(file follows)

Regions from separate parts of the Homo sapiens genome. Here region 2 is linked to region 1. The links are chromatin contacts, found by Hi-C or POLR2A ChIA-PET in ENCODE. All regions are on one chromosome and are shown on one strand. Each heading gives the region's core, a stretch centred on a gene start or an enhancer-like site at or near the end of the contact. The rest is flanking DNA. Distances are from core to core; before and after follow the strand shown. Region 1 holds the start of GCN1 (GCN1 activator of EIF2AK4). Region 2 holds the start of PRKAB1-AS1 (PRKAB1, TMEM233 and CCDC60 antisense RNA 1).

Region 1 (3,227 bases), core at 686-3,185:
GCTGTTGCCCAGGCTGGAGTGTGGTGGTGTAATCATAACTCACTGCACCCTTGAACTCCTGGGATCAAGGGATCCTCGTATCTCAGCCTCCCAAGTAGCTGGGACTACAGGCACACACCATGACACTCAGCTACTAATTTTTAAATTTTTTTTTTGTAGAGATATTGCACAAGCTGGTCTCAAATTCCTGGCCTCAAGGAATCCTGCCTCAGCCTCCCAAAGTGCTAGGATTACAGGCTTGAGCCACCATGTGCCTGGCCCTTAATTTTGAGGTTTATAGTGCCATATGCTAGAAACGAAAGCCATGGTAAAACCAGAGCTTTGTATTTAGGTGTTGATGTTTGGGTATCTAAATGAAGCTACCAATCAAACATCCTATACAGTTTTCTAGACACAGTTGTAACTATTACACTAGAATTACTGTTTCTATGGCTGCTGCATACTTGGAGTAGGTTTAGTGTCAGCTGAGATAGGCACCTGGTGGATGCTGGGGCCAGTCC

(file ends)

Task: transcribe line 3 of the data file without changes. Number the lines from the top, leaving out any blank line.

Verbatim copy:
GCTGTTGCCCAGGCTGGAGTGTGGTGGTGTAATCATAACTCACTGCACCCTTGAACTCCTGGGATCAAGGGATCCTCGTATCTCAGCCTCCCAAGTAGCTGGGACTACAGGCACACACCATGACACTCAGCTACTAATTTTTAAATTTTTTTTTTGTAGAGATATTGCACAAGCTGGTCTCAAATTCCTGGCCTCAAGGAATCCTGCCTCAGCCTCCCAAAGTGCTAGGATTACAGGCTTGAGCCACCATGTGCCTGGCCCTTAATTTTGAGGTTTATAGTGCCATATGCTAGAAACGAAAGCCATGGTAAAACCAGAGCTTTGTATTTAGGTGTTGATGTTTGGGTATCTAAATGAAGCTACCAATCAAACATCCTATACAGTTTTCTAGACACAGTTGTAACTATTACACTAGAATTACTGTTTCTATGGCTGCTGCATACTTGGAGTAGGTTTAGTGTCAGCTGAGATAGGCACCTGGTGGATGCTGGGGCCAGTCC